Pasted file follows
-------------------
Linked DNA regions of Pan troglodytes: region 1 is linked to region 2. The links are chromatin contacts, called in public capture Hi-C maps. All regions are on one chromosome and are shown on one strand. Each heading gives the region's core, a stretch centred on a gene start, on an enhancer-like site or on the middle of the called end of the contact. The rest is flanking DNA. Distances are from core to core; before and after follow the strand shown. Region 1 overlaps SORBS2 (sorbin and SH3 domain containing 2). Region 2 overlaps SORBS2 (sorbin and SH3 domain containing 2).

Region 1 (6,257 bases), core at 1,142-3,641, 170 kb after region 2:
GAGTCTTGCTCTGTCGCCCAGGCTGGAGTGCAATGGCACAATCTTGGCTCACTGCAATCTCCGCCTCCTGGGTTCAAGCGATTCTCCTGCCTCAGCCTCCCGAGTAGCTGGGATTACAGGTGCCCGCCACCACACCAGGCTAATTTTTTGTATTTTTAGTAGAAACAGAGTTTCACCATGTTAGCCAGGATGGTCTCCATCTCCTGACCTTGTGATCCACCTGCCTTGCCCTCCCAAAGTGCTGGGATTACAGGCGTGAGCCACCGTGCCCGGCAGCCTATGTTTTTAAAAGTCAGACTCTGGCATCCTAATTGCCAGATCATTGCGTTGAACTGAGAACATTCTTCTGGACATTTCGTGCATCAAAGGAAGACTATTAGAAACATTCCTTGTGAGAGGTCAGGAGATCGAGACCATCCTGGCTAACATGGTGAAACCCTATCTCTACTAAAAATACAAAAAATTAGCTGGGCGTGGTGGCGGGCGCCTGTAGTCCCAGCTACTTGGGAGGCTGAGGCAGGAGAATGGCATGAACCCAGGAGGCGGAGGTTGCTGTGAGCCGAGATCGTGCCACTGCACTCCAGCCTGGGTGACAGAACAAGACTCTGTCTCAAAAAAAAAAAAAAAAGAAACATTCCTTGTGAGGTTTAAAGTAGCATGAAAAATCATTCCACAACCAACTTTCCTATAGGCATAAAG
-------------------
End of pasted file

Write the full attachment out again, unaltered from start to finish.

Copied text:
Linked DNA regions of Pan troglodytes: region 1 is linked to region 2. The links are chromatin contacts, called in public capture Hi-C maps. All regions are on one chromosome and are shown on one strand. Each heading gives the region's core, a stretch centred on a gene start, on an enhancer-like site or on the middle of the called end of the contact. The rest is flanking DNA. Distances are from core to core; before and after follow the strand shown. Region 1 overlaps SORBS2 (sorbin and SH3 domain containing 2). Region 2 overlaps SORBS2 (sorbin and SH3 domain containing 2).

Region 1 (6,257 bases), core at 1,142-3,641, 170 kb after region 2:
GAGTCTTGCTCTGTCGCCCAGGCTGGAGTGCAATGGCACAATCTTGGCTCACTGCAATCTCCGCCTCCTGGGTTCAAGCGATTCTCCTGCCTCAGCCTCCCGAGTAGCTGGGATTACAGGTGCCCGCCACCACACCAGGCTAATTTTTTGTATTTTTAGTAGAAACAGAGTTTCACCATGTTAGCCAGGATGGTCTCCATCTCCTGACCTTGTGATCCACCTGCCTTGCCCTCCCAAAGTGCTGGGATTACAGGCGTGAGCCACCGTGCCCGGCAGCCTATGTTTTTAAAAGTCAGACTCTGGCATCCTAATTGCCAGATCATTGCGTTGAACTGAGAACATTCTTCTGGACATTTCGTGCATCAAAGGAAGACTATTAGAAACATTCCTTGTGAGAGGTCAGGAGATCGAGACCATCCTGGCTAACATGGTGAAACCCTATCTCTACTAAAAATACAAAAAATTAGCTGGGCGTGGTGGCGGGCGCCTGTAGTCCCAGCTACTTGGGAGGCTGAGGCAGGAGAATGGCATGAACCCAGGAGGCGGAGGTTGCTGTGAGCCGAGATCGTGCCACTGCACTCCAGCCTGGGTGACAGAACAAGACTCTGTCTCAAAAAAAAAAAAAAAAGAAACATTCCTTGTGAGGTTTAAAGTAGCATGAAAAATCATTCCACAACCAACTTTCCTATAGGCATAAAG